While your everyday job may offer various opportunities to be an advocate for your industry, company, or products and services, how often do you advocate for yourself and work on improving your personal brand? A personal brand is how you portray yourself both online and in person. As with a company brand, your personal brand should be consistent across all channels and should represent who you are.
1. Decide what you stand for.
First, determine who you are, what your values are, and how you want to represent yourself. Choose three to five values that guide your moral compass, and design a strategy from there. Personally, I would use “trustworthy,” “committed,” and “respectful” to describe myself.
In my role as staff liaison to IMA’s technical advisory committees, these three values are essential. I conduct myself in a way that committee members have faith in how I communicate and respect their position on technical issues that impact the management accounting profession.
2. Share relevant content often.
Always be careful of what you post on a public social media profile. Delete inappropriate pictures or content on your profile that might discredit you, or make your profile private. Instead, post blogs or articles you wrote or share relevant research in your field. This will show your enthusiasm for knowledge sharing and career development. Creating a posting plan will help you stay organized and ensure you maintain a healthy stream of content.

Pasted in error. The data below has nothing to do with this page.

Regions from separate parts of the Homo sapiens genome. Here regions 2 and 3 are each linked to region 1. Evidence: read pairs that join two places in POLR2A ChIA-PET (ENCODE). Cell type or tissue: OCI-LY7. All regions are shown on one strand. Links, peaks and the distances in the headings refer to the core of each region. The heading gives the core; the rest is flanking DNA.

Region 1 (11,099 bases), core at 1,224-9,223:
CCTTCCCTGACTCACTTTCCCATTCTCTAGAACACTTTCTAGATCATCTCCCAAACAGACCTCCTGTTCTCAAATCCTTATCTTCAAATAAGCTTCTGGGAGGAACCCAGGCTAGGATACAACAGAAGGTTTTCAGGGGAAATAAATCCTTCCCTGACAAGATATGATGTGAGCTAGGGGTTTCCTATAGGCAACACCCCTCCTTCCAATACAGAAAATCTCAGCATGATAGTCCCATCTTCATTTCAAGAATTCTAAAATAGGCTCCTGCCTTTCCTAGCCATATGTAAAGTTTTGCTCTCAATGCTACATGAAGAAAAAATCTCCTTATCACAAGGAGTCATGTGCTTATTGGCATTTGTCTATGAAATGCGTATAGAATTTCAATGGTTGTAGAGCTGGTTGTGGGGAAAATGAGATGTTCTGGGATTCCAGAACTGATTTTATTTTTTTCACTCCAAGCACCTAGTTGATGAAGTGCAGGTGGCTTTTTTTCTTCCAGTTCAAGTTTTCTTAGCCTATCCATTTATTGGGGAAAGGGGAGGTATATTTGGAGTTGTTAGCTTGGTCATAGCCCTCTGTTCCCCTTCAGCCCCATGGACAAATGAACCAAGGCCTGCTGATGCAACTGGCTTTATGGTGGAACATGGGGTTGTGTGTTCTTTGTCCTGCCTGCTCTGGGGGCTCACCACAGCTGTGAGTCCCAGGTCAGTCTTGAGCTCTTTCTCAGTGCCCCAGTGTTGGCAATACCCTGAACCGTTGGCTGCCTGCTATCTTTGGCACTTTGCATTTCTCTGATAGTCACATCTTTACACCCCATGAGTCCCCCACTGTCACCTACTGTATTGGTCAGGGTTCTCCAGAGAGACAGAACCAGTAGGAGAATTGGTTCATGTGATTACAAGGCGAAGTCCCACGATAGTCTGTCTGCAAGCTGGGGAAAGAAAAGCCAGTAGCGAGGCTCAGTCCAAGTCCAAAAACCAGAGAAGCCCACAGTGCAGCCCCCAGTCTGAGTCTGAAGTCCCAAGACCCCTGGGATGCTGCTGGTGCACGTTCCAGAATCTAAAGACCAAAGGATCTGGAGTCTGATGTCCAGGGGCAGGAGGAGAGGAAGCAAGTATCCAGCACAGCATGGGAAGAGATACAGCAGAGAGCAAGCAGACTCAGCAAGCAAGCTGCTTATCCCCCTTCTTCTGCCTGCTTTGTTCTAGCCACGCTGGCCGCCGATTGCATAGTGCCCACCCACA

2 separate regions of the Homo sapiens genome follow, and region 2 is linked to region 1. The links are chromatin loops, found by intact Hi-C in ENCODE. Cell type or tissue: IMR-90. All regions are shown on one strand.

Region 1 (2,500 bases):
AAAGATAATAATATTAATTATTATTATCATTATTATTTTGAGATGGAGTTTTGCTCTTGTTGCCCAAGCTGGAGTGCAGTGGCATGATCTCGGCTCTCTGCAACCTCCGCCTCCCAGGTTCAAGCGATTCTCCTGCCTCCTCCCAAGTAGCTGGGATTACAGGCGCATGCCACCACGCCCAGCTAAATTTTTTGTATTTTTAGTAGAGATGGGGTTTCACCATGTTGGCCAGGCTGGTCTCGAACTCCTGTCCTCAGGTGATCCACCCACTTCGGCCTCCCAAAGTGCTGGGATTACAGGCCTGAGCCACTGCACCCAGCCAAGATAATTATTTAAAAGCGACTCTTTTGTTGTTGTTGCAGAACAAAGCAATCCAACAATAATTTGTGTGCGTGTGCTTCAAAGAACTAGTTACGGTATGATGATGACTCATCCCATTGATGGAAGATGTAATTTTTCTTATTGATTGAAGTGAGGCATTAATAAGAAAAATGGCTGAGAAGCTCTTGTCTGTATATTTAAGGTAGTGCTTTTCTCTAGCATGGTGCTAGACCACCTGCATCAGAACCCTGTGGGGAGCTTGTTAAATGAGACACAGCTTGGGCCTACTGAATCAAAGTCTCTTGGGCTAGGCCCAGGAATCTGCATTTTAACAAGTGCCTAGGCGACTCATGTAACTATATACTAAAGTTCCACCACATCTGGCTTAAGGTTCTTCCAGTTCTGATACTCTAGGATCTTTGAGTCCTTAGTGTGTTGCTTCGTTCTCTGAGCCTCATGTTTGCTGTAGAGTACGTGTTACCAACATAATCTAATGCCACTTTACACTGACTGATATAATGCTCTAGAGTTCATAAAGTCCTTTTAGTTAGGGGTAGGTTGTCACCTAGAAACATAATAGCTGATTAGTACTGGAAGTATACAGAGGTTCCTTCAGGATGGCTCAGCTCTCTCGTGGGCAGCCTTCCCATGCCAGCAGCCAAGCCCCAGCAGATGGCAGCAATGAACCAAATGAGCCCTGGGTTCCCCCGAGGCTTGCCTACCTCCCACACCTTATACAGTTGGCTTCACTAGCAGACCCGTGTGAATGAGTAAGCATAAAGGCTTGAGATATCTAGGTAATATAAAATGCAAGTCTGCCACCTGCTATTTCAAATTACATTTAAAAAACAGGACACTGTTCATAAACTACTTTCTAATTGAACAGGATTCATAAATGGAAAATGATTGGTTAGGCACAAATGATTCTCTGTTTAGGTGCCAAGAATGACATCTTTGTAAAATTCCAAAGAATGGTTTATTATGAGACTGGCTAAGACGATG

It’s also important to share content with your coworkers who may have similar interests. This knowledge sharing at work can boost your reputation and can prove your integrity as an expert in your field. In turn, your coworkers might advocate for you as well.
3. Network and get involved with groups that interest you.
Connect with companies and causes you’re interested in to show what you’re passionate about outside of work. Not only will this boost your brand, but connecting with these companies online will give you real-time news updates and research in your news feed. You’ll also stay informed with industry networking events and meetings.
For example, I follow IMA® and Fairleigh Dickinson University, my alma mater, on LinkedIn. It’s a great way to stay connected with my company and what’s going on with other alumni at the University. I use the discussion forums as networking opportunities and as a way to search for in-person events the alumni association holds.
Your Personal Brand at Work
Becoming a self-advocate means you stick to your values. Since mobile apps are so readily available, your digital persona is at your fingertips 24/7. It’s very easy to share information these days. You can use it to your advantage, but don’t lose sight of your values and what you stand for. Being a professional online is just as important as acting professionally in person. As we become more and more tech savvy, don’t forget about the value of in-person connections. These interactions can leave impressions stronger than any digital footprint.
Written by Linda Devonish-Mills, CMA, CPA, CAE
The Value Of Personal Branding For Small Business – Forbes
5 Steps to Fix Your Personal Brand When Insults Stick – Entrepreneur